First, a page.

ENDS Europe, 9 July 2014
Juncker states his opposition to fracking
By Roz Bulleid
Jean-Claude Juncker has told MEPs he is personally opposed to fracking for shale gas because of uncertainties about its long-term consequences.
But Mr Juncker, who was answering questions from Green MEPs at a hearing on Wednesday, could not say whether the new European Commission will propose tighter controls if he becomes its president. MEPs will vote on his election on 15 July.
The Commission has to behave democratically and it is impossible to say exactly what position it will take, the former prime minister of Luxembourg said, a point he repeated several times during the Greens/EFA hearing. He would prefer to take a cautious approach to all new technologies, he added.
Mr Juncker got a cheer from the MEPs when he expressed concerns about the EU approval system for genetically modified crops, which leaves the Commission forced to back crops when member states cannot agree a position. The whole system is not very transparent and there could be potential for reform, he said.
When asked about climate and energy targets, Mr Juncker was more cautious. He wants ambition and said the UN climate talks in Paris next year deserve attention but stressed he would need to study the dossiers in more detail before taking a position.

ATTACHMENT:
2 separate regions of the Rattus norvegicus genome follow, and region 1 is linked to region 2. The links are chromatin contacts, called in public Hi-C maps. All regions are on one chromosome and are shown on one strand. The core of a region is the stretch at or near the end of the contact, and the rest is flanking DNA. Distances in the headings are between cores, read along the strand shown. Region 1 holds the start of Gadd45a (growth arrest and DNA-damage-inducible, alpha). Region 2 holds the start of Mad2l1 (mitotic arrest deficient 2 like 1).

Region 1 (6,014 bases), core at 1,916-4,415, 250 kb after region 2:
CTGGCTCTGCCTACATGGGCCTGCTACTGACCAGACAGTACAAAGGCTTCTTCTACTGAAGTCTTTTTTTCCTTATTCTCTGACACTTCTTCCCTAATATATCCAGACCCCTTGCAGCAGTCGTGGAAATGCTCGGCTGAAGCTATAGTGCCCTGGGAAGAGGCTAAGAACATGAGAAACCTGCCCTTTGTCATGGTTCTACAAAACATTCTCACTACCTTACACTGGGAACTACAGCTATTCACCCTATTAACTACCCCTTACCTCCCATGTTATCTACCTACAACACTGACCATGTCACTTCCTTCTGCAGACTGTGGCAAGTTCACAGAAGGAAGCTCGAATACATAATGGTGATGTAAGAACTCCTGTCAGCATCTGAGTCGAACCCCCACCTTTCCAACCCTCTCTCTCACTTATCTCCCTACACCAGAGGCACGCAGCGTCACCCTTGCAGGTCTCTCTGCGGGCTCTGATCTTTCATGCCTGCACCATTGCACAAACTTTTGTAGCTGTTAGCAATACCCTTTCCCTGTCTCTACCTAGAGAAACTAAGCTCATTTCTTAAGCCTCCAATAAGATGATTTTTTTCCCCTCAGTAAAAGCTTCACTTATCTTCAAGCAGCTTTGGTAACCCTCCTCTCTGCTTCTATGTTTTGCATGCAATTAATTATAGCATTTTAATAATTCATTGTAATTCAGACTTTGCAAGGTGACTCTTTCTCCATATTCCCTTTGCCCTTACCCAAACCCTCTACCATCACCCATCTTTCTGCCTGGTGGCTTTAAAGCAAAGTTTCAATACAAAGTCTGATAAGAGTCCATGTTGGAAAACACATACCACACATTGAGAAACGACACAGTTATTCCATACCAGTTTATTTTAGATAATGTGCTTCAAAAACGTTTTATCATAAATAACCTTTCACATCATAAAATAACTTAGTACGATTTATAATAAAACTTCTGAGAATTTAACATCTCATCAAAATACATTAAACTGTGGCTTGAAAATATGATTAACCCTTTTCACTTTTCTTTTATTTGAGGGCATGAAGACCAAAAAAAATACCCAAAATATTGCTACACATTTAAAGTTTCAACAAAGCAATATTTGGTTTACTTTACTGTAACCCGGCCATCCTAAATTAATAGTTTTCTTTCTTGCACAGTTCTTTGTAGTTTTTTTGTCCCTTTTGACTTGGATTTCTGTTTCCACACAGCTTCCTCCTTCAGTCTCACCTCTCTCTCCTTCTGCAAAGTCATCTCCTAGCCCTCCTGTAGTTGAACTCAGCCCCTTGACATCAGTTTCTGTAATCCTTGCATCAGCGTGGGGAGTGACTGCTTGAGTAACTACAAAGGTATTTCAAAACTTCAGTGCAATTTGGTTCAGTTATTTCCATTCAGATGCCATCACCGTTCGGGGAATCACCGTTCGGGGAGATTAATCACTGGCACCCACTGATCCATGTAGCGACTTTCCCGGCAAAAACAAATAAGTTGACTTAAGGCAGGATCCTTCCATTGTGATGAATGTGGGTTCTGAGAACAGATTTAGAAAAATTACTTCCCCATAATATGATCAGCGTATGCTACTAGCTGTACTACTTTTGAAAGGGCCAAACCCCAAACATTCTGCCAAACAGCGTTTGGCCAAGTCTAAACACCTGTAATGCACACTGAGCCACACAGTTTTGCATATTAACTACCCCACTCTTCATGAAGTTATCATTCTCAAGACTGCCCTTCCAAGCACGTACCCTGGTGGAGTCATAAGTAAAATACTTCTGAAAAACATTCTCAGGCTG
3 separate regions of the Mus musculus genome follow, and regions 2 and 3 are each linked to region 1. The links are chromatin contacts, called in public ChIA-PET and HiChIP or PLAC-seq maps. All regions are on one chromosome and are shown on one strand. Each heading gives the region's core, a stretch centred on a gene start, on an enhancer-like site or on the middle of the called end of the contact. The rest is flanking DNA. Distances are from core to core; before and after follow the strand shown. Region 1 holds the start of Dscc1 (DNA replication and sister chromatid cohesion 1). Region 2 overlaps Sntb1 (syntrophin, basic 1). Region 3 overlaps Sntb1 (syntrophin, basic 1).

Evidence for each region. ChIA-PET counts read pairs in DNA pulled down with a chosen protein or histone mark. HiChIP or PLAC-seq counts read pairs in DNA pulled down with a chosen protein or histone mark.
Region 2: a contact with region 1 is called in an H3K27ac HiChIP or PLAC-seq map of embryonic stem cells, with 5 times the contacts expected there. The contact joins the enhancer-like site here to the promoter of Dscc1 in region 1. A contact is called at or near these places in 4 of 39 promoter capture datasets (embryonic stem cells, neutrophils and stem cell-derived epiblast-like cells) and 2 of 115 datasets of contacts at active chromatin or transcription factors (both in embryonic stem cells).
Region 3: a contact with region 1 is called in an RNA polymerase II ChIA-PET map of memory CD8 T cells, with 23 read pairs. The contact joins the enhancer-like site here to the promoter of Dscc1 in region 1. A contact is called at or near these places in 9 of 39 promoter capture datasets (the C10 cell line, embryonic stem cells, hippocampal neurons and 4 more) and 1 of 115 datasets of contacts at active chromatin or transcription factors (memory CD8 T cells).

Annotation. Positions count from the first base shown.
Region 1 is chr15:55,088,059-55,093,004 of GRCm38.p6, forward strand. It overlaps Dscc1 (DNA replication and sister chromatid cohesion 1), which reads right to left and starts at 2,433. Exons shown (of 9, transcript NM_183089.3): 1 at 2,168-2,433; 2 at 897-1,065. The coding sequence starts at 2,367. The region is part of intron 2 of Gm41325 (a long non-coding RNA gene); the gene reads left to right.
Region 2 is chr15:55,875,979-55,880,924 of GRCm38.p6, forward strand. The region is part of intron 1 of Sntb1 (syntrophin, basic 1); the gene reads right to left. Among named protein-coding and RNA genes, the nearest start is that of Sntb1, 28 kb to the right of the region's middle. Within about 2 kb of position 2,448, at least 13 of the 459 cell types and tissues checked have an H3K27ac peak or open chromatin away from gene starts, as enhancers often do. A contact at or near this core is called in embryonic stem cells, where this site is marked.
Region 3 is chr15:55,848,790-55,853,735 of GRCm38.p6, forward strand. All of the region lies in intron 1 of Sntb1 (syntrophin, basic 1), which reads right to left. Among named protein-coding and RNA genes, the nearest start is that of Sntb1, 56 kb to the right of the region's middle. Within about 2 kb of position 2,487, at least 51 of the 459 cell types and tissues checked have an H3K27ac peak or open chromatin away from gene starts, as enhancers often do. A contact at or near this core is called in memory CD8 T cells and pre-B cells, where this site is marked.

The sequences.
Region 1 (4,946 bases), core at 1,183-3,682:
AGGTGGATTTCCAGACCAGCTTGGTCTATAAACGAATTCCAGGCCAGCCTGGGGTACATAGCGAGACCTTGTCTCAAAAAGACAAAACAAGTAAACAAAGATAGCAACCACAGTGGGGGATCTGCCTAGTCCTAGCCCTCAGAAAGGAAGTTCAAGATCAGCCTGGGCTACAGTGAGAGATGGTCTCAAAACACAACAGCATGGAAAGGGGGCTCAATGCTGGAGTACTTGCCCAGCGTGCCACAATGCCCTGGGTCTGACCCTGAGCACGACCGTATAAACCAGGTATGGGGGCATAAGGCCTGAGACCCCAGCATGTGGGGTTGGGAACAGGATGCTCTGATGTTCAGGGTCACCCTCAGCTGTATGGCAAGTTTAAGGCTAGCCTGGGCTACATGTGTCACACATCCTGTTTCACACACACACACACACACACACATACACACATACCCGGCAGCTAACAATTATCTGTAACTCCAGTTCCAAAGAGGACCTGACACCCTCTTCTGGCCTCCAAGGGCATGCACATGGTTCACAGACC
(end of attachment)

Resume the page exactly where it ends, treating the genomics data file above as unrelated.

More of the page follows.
One area where Mr Juncker was more certain was on the benefits of energy efficiency. As things stand, he said he would favour a 2030 target that requires the EU to keep improving its efficiency by 2% a year beyond 2020.
The current energy commissioner Günther Oettinger, who plans to serve another term in the Commission, is thought to back a 27% target on energy efficiency based on energy intensity rather than total energy consumption.
Asked about the trade deal the Commission is currently negotiating with the US, which campaigners fear will allow private companies to challenge the EU’s environmental rules, Mr Juncker stressed that the normal, publicly accountable, court system should be used instead of private courts or arbitration panels.
Consumer rights, food security and data protection must be protected too, he said.
Mr Juncker also emphasised the need for more transparency in the EU policy making process. The transparency register for lobbyists must be mandatory, he said, and apply to all institutions including the Council of Ministers.
The Council of Ministers has given Mr Juncker its backing, despite fierce opposition from the UK, which does not think he will do enough to reform the EU. The Luxembourger must win a majority in the Parliament to be elected.
If he is successful, he will work with member states to select his team of commissioners. MEPs will also have to approve the selections.
Reacting to his comments on fracking, lobby group Shale Gas Europe said shale gas developed within an environmentally sustainable framework can substitute more carbon-intensive fuels, improve energy security and offer a range of economic benefits.